25 in 5 creating real change

Sister Pauline handing money to a distant statue
Sr. Pauline Lally attends a pre-budget vigil at Queen’s Park in March. The vigil was organized by the JPIC office.

BY JAMIE SWIFT

On May 6 Ontario’s Legislature unanimously passed the Poverty Reduction Act. It was one more step forward for 25 in 5 Network for Poverty Reduction, a social justice coalition that has been lobbying for two years.

The new law requires Ontario to set a new poverty reduction target and plan of action at least every five years, and to consult regularly on its progress with low income people.

“As a result of tremendous community effort and the willingness of all parties to listen, important amendments have been made to the Poverty Reduction Act,” said Greg deGroot-Maggetti, of the Mennonite Central Committee.

“This legislation gives the people of Ontario a powerful tool to hold both current and future governments’ feet to the fire when it comes to reducing poverty.”

The Justice, Peace and Integrity of Creation Office has played an important role in the 25 in 5 Network. On April 20 Sister Pauline Lally traveled to Toronto in April to urge the Standing Committee on Social Policy to strengthen the Act.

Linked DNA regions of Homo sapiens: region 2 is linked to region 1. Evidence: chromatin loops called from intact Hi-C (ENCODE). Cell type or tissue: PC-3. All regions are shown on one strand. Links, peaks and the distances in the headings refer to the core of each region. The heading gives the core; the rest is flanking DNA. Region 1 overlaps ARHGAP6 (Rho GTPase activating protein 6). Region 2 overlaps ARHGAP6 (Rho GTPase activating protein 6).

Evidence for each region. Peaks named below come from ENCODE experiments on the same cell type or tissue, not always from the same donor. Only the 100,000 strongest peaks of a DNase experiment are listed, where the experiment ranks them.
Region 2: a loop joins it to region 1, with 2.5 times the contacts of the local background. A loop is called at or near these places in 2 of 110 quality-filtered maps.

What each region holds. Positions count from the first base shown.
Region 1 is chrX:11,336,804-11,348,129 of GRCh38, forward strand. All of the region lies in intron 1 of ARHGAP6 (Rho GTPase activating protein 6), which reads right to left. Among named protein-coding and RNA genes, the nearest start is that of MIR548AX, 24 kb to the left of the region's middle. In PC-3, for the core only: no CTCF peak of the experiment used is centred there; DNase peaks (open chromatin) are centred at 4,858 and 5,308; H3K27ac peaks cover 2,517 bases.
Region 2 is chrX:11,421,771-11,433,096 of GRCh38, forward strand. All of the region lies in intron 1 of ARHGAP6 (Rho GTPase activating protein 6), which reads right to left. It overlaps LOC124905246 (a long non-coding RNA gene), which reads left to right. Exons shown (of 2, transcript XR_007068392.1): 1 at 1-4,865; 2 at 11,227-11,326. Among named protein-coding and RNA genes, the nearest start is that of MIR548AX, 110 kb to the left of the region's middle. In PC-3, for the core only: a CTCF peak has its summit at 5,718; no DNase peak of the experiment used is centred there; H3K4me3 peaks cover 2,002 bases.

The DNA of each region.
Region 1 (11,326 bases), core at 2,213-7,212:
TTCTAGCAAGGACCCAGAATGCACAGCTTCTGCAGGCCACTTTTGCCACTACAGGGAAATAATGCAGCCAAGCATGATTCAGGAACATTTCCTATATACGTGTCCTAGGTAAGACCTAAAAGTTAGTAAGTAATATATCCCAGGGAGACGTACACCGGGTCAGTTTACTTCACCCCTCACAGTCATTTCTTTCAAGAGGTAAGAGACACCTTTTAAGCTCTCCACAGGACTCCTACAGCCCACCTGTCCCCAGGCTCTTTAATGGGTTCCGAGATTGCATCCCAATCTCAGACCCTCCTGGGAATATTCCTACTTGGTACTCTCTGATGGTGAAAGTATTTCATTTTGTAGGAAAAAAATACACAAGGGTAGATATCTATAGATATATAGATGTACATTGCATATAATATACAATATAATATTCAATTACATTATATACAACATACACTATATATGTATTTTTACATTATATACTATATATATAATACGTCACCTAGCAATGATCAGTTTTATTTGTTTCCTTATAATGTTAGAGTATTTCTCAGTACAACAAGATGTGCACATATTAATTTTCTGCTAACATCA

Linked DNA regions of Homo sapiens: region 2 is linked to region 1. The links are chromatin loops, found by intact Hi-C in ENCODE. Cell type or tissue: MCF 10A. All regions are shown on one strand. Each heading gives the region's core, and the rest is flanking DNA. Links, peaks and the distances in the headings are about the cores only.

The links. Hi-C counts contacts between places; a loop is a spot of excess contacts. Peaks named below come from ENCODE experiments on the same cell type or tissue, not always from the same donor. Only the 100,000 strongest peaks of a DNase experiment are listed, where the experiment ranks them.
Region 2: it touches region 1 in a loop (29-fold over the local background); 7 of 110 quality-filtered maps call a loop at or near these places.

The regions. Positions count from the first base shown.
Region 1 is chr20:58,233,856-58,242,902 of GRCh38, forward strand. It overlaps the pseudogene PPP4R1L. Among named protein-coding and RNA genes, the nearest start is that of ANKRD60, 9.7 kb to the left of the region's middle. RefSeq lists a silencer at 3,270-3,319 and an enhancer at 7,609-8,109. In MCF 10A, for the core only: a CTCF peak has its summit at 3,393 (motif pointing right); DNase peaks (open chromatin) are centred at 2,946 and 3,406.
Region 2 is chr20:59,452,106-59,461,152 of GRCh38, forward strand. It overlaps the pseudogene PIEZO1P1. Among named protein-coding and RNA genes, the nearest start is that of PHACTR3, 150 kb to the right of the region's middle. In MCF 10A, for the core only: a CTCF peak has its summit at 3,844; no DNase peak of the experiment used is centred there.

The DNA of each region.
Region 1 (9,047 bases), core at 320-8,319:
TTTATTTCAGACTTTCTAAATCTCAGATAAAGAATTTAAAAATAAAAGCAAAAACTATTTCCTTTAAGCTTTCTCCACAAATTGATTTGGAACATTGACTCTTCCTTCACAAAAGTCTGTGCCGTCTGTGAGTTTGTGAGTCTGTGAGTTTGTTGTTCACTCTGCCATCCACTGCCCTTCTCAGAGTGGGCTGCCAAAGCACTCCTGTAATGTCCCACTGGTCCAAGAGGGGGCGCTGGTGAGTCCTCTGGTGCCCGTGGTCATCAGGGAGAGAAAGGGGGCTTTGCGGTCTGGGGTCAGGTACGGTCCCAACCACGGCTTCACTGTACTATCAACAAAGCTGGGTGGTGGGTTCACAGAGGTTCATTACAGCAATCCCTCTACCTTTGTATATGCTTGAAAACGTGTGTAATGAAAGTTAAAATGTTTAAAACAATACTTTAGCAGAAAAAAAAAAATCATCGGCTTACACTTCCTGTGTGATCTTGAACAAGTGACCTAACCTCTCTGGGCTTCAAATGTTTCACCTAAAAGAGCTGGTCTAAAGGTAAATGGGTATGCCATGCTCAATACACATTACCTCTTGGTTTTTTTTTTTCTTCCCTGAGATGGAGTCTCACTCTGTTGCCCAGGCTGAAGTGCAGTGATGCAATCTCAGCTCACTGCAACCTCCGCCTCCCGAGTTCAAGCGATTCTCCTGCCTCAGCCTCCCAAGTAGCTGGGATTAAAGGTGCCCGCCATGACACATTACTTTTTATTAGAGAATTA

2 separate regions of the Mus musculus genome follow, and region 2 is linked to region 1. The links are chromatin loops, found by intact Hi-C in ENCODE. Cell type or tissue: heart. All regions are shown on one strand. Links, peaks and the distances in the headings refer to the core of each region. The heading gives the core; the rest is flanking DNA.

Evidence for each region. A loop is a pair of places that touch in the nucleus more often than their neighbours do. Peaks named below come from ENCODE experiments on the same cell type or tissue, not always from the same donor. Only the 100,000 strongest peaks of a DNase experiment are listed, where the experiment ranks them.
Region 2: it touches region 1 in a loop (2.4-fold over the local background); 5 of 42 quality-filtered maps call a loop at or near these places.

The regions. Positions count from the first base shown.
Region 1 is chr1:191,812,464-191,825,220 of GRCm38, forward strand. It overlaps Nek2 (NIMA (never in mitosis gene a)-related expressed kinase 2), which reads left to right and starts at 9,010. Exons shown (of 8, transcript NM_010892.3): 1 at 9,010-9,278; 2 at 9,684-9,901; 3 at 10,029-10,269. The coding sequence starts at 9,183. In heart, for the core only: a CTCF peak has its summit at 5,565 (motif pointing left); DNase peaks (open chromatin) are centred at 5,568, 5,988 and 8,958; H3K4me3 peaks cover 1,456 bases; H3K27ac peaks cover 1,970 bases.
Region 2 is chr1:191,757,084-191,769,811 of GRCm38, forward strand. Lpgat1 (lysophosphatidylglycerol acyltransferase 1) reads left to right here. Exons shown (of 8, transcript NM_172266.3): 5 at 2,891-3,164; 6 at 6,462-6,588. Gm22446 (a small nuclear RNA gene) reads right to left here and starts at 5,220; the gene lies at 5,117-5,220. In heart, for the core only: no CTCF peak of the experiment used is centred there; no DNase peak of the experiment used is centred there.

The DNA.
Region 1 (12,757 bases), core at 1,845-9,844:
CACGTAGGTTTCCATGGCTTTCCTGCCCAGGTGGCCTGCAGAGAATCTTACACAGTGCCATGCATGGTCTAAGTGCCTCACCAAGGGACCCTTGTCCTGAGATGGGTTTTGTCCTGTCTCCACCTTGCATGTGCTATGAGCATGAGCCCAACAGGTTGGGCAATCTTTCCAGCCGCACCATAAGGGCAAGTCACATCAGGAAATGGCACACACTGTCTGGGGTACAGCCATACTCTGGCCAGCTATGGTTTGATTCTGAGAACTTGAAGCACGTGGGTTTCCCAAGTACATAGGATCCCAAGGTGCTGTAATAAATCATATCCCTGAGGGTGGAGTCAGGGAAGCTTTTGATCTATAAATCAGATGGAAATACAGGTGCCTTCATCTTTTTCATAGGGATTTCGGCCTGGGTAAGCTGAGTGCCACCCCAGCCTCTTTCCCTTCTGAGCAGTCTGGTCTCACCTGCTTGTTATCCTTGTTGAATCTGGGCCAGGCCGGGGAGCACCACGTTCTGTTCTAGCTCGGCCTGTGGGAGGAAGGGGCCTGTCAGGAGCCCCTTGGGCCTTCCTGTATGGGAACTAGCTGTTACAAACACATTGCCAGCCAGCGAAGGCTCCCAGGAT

“A society is judged by how it treats it most vulnerable,” Sister reminded the politicians.

“We are only as strong as our weakest link.”

In March the JPIC office organized a bus trip to the Legislature to participate in a pre-budget vigil. But the April trip allowed for a more detailed intervention.

“Sister Lally’s presentation was just the absolute highlight of the two days of hearings,” said Network social policy expert John Stapleton. “It is as close to the Gettysburg Address on poverty as I have ever seen.”

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